South Africa’s tough retail environment ate into Mr Price earnings over the past year, as consumers kept a firm hold on their wallets due to the current economic climate.
The group on Tuesday reported a decrease of 10.4% in its diluted headline earnings for the year to 1 April 2017 compared to the previous year.
Mr Price’s poor year corresponded with competitors Truworths, Woolworths and Foschini’s weak sales numbers, highlighting the struggles of the sector.
“This was the group’s first earnings decrease in 16 years during a very difficult trading period,” said CEO Stuart Bird.
Total revenue rose 0.7% to R19.8bn, with retail sales decreasing 0.5% to R18.6bn.
The results were not unexpected, as the Durban-based retailer’s pre-Christmas performance had been dismal. Mr Price attributed the losses at the time due to last year’s unseasonably warm winter as well as promotional markdowns by competitors to clear stock. Foreign retailers such as H&M and Cotton On also ate into the retailer’s market share.
Despite its retail woes Mr Price remained cash generative, providing a good return on average equity to shareholders. Free cash flow increased 131% to R1.8bn and cash resources at period end were R1.8bn. The annual dividend per share stayed at 667c, with the final dividend of 438.8c per share up 4.7%.
Annual dividends of the group have not declined in the last 31 years.
The group said its cash-based business model has enabled it to maintain its dividend track record. It also used the model to fund capital expenditure of R2bn in the last two years to build the necessary infrastructure to support growth plans.
The no-frills retailer said the year proved to be exceptionally challenging for the retail sector.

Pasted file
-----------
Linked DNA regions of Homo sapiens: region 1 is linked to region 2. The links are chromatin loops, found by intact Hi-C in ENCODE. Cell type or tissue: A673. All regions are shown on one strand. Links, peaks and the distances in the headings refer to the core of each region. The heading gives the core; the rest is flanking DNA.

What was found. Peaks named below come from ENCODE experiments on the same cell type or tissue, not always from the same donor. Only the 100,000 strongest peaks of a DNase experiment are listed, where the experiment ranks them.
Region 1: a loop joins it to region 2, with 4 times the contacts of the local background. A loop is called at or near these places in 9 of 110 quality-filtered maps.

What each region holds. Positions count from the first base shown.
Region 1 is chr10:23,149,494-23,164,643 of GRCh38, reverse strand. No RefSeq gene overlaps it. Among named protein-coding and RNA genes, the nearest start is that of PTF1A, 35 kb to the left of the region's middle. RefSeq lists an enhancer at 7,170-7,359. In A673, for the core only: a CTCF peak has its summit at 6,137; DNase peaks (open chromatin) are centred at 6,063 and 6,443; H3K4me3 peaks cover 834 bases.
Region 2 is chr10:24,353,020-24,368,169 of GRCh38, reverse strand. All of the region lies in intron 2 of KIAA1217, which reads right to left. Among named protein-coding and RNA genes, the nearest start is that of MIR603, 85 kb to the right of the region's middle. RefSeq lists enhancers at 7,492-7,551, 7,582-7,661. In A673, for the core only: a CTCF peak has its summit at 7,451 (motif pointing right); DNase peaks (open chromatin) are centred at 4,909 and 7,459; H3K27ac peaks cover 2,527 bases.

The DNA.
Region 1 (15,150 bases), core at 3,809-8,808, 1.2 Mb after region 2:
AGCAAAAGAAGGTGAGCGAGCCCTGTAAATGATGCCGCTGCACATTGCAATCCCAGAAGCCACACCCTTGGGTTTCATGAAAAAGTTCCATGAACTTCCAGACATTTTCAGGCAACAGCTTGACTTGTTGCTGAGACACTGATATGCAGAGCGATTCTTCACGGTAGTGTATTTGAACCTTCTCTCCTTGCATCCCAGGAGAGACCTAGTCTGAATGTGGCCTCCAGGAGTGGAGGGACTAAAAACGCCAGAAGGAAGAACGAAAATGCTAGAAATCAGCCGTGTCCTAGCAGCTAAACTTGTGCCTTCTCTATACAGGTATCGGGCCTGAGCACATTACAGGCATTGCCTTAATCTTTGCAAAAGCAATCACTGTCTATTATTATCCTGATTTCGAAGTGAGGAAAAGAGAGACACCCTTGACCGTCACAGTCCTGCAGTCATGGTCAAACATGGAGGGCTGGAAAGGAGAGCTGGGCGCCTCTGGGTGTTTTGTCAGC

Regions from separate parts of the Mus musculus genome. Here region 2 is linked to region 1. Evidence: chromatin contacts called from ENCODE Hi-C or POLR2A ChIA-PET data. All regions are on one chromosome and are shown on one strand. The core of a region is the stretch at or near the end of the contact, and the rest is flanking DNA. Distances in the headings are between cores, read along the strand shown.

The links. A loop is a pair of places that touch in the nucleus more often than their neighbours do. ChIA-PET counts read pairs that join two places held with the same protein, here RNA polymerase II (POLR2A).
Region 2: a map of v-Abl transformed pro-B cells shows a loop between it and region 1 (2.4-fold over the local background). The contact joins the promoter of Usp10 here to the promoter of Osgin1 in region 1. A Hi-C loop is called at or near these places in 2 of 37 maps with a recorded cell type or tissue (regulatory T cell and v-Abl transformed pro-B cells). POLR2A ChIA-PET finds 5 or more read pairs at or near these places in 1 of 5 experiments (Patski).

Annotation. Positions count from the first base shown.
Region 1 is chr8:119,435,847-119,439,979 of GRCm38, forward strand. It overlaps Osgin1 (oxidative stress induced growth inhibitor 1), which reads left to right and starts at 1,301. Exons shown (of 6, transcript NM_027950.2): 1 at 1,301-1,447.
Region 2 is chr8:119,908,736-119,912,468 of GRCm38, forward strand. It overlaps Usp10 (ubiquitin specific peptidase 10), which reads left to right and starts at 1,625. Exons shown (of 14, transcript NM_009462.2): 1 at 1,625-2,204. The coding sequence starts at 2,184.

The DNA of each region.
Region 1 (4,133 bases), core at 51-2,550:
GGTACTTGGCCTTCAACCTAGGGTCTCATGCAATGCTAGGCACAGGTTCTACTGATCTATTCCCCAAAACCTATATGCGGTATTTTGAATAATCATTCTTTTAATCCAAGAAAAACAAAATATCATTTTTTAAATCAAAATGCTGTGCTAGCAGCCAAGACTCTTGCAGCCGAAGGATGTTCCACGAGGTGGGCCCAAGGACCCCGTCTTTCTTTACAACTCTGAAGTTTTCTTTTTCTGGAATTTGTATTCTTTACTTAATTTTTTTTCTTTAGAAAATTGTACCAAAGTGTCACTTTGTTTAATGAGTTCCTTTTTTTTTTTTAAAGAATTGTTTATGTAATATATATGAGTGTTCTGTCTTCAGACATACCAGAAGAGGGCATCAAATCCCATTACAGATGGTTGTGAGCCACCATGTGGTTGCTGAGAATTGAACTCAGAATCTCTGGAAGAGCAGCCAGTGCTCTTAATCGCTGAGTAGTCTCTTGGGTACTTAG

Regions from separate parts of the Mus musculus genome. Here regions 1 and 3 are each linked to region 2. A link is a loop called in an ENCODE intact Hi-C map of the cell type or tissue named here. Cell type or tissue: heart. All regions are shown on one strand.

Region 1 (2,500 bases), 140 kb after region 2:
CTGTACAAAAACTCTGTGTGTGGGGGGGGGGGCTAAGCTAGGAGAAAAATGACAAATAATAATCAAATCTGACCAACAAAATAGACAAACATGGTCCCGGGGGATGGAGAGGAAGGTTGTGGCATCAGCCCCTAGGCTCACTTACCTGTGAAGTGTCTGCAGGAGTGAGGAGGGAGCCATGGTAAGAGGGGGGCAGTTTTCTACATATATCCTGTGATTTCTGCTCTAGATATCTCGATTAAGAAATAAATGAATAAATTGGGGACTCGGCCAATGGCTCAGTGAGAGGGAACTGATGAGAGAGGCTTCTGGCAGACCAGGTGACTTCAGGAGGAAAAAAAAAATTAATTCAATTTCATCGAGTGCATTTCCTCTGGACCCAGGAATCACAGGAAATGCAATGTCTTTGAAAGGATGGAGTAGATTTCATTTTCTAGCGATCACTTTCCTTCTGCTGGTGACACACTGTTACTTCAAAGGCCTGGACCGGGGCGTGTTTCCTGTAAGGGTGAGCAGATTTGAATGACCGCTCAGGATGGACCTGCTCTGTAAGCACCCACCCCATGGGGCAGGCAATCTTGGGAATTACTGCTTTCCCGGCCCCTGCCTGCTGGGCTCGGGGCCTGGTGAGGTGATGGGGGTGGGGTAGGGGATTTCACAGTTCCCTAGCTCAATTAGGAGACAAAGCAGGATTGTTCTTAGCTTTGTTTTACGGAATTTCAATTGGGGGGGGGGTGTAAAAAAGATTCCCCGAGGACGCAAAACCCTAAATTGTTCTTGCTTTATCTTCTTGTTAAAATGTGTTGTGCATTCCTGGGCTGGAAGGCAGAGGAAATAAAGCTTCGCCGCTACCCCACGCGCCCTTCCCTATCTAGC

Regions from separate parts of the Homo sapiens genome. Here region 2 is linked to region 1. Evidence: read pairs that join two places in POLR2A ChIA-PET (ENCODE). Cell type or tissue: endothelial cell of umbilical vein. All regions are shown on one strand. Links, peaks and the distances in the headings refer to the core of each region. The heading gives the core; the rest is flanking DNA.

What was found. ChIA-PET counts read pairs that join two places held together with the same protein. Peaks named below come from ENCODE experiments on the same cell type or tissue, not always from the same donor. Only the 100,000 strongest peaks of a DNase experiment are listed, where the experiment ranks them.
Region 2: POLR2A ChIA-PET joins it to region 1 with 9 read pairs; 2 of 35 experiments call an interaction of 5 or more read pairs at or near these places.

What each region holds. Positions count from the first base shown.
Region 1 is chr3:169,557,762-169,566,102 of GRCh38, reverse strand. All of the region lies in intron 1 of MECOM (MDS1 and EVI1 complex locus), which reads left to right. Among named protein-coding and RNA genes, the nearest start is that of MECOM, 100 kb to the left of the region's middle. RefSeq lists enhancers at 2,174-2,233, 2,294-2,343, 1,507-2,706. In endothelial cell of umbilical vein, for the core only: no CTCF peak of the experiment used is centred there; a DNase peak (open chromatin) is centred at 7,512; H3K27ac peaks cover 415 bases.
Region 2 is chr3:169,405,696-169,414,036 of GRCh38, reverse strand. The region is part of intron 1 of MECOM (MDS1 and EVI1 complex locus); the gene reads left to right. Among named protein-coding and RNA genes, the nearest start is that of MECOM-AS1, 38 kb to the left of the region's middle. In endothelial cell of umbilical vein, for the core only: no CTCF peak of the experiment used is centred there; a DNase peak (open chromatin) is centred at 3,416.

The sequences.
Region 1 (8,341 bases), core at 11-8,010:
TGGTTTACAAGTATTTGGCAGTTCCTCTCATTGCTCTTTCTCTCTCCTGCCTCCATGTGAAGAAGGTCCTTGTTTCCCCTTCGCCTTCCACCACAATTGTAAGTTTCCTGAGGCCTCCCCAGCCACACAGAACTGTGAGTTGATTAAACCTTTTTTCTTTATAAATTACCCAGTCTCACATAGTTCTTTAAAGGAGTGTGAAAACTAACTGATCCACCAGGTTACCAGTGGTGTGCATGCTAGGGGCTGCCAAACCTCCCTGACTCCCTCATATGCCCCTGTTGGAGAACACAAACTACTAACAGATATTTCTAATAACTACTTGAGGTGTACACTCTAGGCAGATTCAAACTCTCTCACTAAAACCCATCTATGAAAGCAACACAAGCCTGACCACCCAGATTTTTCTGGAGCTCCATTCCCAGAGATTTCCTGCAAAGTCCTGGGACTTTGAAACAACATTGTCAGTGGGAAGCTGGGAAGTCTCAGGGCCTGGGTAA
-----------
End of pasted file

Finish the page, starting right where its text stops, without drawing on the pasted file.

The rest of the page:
“Consumer confidence remained low as a result of the poor state of the local economy and a lack of faith in the current political leadership’s ability to set high standards of governance and deliver inclusive growth.”
It also blamed the Cabinet reshuffle and credit ratings downgrades for causing exchange rate volatility, which led to higher prices the consumer ultimately had to absorb.
“As a result, the retail environment has become more competitive, with any growth in a stagnant market coming from increased market share,” Mr Price said.
“This has led to retailers in our sector increasing their promotional activity to drive sales and manage stock levels.”
The merchandise gross profit margin decreased by 1.3% to 40.6%, mainly due to higher markdowns in MRP Apparel, the group’s largest chain. The apparel division, which accounts for around 70% of group sales, has struggled to attract sales.
However Mr Price’s sales growth in the fourth quarter improved, buoyed by sales in the Easter school holidays. Local online sales also continued to perform well and were 13.0% higher than last year.
MRP Sport increased its sales by 7.7% to R1.4bn, performing strongly in the first half with sales gaining 13.3%.
Mr Price singled out MRP Apparel and Miladys as its underperforming units, but added that the new financial year presented new hope, with the best sales performances coming from these two units.
MRP Apparel’s performance, with a decline in operating profits, was an especial cause for concern with sales of R10.9bn 1.7% lower. In the first quarter its product offerings did not resonate with customers, Mr Price said.
Miladys sales of R1.3bn were 5.3% lower. Operating profit increased in the second half, but fell on an annual basis despite a higher gross profit percentage and good cost control.
Although there was limited overhead growth below the inflation rate, it was not sufficient to counter the decline in sales and gross profit.
The retailer said any improvement in the consumer environment is likely to be gradual. Its recovery plans centres on regaining its lost market share, which it believes is the most significant near-term opportunity.
Mr Price’s share price jumped 5.28% to R153.91 at 11:20 on the JSE.
By Yolandi Groenewald for Fin24